Teaching Black Girls: Resiliency in Urban Classrooms

P. Lang, 2005 - 185 páginas
Researchers and theorists are calling for more research that considers the interaction of race, class, and gender in urban education research and practice. Teaching Black Girls: Resiliency in Urban Classrooms is the first book to directly focus on the pedagogical and educational needs of poor and working-class African American female students. Blurring the boundaries between research, theory, and practice, Teaching Black Girls offers teachers and educational advocates an alternative lens to approach positive educational development in urban schools. Using data from a three-year ethnography, this book explores ways in which teachers and educational institutions can foster resilience in students who acquire many risks and vulnerabilities in a society that privileges whiteness, wealth, and men. The author merges the tenets of postmodernism, Black feminism, and critical pedagogy to offer insight into the learning dynamics of students who may encounter multiple adversities in the home, community, and school.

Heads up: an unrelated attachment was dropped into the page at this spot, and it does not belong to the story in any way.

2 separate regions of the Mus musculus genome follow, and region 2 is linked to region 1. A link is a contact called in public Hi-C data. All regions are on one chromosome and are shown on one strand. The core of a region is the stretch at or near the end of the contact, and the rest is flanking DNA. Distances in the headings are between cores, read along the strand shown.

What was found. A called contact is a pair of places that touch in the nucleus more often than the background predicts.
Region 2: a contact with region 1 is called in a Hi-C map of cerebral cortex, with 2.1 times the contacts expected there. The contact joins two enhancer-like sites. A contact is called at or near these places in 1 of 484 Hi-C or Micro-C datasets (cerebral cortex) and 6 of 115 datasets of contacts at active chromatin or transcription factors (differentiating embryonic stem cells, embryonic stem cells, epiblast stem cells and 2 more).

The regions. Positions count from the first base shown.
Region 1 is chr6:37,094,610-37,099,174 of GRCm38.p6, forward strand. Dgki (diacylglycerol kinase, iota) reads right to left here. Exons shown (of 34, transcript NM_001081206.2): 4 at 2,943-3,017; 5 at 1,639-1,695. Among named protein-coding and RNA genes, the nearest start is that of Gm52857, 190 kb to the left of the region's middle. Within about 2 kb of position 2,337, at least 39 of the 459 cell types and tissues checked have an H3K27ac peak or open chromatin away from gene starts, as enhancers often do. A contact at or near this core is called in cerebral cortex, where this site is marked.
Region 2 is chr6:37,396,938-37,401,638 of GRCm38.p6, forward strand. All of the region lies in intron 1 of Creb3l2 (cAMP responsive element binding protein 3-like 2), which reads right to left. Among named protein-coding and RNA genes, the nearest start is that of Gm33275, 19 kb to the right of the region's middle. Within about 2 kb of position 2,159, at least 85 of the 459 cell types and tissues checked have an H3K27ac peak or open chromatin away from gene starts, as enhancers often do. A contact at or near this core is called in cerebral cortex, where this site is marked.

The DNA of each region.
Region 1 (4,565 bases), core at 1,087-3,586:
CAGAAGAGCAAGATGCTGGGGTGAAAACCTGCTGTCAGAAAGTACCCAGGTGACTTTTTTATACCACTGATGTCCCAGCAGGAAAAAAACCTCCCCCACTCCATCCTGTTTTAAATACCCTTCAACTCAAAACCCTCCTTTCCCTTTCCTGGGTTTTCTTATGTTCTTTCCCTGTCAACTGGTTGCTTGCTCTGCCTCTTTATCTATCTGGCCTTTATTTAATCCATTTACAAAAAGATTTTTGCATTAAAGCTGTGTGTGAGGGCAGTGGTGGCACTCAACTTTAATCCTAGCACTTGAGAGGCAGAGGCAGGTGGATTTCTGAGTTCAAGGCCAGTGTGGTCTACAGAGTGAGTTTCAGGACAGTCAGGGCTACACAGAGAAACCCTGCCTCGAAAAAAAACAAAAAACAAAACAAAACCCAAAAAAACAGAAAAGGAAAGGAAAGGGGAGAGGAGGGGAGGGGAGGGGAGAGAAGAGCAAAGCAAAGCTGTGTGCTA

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Engendering Resiliency in Urban Education
The Construction of Social Inequality
Introducing the CoNarrators
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Acerca del autor (2005)

The Author: Venus E. Evans-Winters is Assistant Professor of Education and Sociology at Illinois Wesleyan University. She received her Ph.D. in educational policy studies with a specialization in the sociology of education from the University of Illinois at Urbana-Champaign. Her areas of interest are urban education, resiliency, feminisms, critical pedagogy, and research methods in education.

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